I am a middle-class, white man who has enjoyed a life of privilege in one of the most prosperous and liberal-minded societies on earth. As a result, I’ve often taken my human rights for granted – as many in my position sadly do.
But two things are changing that – my Christian beliefs and my sexual orientation. As both put me in minority groups in British society today, and both bring controversy, I’ve started to treasure the documents that articulate the human rights for which previous generations fought so hard. I bought a pocket edition of the Universal Declaration of Human Rights a few years ago and am getting familiar with the European Convention on Human Rights (ECHR).
The latter is the main basis for a legal opinion I’ve recently commissioned concerning the UK government’s forthcoming legislation to ban ‘conversion therapy’. We undoubtedly need a well-targeted ban that stops coercive attempts to change someone’s sexuality. These are clearly harmful, and there is no good evidence that they are effective.
Just as failing to ban coercive attempts would be harmful, so would banning access to these forms of support that are important for people like me.
But there is a real danger that badly worded legislation could stop a same-sex attracted or gay man like me from accessing professional counselling, pastoral care, support groups, biblical teaching, and prayer as I seek to live out my sexuality in the light of my Christian convictions. Just as failing to ban coercive attempts would be harmful, so would banning access to these forms of support that are important for people like me.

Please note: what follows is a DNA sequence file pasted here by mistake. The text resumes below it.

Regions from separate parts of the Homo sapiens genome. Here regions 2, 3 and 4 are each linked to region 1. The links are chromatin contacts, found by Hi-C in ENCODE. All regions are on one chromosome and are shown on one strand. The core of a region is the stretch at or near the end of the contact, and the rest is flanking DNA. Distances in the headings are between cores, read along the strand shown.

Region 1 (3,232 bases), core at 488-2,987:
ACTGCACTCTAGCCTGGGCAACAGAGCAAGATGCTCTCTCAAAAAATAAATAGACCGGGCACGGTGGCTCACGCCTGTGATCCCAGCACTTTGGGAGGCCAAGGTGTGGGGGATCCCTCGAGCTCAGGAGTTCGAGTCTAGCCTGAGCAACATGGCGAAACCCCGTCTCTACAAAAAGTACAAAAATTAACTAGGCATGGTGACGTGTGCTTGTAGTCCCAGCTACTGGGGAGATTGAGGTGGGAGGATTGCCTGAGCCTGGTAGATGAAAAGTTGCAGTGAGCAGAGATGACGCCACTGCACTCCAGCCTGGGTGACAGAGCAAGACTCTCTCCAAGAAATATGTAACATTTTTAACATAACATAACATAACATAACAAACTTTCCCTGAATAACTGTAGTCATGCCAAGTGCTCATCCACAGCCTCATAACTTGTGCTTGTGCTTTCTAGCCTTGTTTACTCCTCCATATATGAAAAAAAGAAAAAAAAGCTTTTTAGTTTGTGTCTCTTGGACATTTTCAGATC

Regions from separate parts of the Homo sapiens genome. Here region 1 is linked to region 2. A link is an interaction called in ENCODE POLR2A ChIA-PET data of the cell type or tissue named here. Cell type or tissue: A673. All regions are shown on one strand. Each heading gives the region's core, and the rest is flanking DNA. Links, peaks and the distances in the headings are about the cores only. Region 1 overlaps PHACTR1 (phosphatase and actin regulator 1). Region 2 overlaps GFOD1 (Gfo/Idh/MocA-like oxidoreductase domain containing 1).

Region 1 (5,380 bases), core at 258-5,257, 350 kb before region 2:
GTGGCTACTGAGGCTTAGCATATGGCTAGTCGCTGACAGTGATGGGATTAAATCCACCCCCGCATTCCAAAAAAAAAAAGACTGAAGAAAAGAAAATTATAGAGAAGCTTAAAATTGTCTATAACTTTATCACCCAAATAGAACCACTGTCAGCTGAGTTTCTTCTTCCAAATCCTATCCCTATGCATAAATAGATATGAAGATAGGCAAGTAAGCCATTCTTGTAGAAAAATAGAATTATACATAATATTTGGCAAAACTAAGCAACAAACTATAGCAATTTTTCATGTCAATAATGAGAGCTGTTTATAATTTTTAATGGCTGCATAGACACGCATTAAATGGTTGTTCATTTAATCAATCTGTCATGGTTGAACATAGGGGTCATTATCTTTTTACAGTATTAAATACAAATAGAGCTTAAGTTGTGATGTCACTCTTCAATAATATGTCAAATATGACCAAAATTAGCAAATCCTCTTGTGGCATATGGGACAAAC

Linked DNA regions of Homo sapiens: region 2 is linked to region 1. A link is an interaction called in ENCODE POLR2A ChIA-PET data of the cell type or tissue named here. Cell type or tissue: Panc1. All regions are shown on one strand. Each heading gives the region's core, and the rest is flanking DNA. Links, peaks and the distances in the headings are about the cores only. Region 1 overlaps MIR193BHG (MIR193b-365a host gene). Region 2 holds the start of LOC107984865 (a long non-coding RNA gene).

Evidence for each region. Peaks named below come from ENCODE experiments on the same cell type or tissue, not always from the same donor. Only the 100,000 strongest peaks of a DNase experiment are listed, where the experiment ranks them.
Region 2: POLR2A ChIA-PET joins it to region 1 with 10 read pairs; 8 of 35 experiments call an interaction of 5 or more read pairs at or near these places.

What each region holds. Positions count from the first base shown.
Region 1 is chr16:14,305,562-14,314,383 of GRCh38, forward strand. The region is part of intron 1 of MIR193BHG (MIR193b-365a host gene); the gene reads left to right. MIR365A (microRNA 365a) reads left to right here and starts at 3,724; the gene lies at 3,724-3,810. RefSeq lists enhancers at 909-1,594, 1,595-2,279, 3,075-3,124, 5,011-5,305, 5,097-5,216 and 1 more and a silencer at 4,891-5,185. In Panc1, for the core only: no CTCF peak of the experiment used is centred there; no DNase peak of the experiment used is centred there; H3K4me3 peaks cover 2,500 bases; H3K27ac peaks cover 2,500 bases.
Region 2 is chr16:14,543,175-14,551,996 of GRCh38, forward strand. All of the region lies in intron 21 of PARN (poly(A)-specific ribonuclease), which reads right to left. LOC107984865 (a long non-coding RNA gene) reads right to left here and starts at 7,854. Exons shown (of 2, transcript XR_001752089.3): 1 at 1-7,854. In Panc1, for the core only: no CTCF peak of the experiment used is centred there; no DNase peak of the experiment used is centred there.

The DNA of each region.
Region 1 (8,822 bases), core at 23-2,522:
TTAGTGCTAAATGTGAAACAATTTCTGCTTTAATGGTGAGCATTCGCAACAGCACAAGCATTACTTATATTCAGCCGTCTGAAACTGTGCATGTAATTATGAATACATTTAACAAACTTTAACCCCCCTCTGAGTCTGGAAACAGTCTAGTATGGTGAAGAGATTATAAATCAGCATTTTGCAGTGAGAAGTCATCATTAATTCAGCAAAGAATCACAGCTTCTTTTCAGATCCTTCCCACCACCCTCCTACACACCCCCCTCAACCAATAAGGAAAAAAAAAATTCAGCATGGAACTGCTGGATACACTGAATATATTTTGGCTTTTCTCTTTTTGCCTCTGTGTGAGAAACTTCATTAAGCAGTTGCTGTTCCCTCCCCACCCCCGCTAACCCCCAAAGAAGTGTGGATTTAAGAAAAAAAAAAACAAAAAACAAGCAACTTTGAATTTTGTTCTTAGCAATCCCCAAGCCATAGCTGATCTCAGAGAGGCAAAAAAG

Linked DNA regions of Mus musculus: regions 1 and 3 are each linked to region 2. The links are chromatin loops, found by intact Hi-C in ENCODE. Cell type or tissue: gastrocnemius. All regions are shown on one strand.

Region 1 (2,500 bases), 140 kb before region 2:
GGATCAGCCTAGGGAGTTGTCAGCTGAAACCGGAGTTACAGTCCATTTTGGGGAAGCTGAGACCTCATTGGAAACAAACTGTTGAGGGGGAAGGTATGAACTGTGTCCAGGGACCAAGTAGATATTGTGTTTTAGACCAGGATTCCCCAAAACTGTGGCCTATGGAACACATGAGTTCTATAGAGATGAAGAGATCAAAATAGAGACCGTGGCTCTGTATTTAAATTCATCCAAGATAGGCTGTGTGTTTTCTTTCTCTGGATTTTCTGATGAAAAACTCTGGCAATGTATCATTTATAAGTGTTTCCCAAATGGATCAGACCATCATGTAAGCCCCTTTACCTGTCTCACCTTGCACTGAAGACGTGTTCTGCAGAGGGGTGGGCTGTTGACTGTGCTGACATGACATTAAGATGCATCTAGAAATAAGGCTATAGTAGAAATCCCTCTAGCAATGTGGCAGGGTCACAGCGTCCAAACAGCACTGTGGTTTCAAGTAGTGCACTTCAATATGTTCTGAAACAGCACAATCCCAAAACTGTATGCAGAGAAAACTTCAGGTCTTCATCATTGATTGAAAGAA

That’s why, with the financial backing of a couple of individuals, I’ve sent the relevant UK government ministers a formal legal opinion outlining how the demands of various campaigners, and examples of legislation from other places in the world, would be likely to infringe my human rights under articles 8, 9, 10 and 11 of the ECHR.
I’m hoping and praying that the result will be good and effective legislation that bans anything that forces people to change their sexual orientation, but also protects anything that helps people express their sexuality in the light of their religious beliefs or other deeply held convictions.
My growing concern for the protection of human rights clearly has its roots in a degree of self-interest. I have, as result, instructed lawyers and shared their opinion in a purely personal capacity.
But as a member of the Church of England I am also protecting the right of its leaders and members to, compassionately and confidently, articulate our church’s official teaching on marriage and sex.
As a pastor I am seeking to preserve the freedom of all in my church family to lovingly encourage and enable each other to live out Christian sexual ethics.
As a director of Living Out I am simply making sure it remains possible to continue to carry out our charitable objects which include ‘…providing pastoral support and advice in relation to biblical teachings on human sexuality assisting same-sex attracted Christians to reconcile their sexuality with the teachings of the Bible.’
As a human being I am belatedly recognising that universal human rights need to be articulated and defended for the benefit of all people all of the time – including those of other religions whose freedoms could soon be undermined as much as my own. I have rightly stopped taking human rights for granted.
You can read our position on conversion therapy here. You may also find these posts helpful: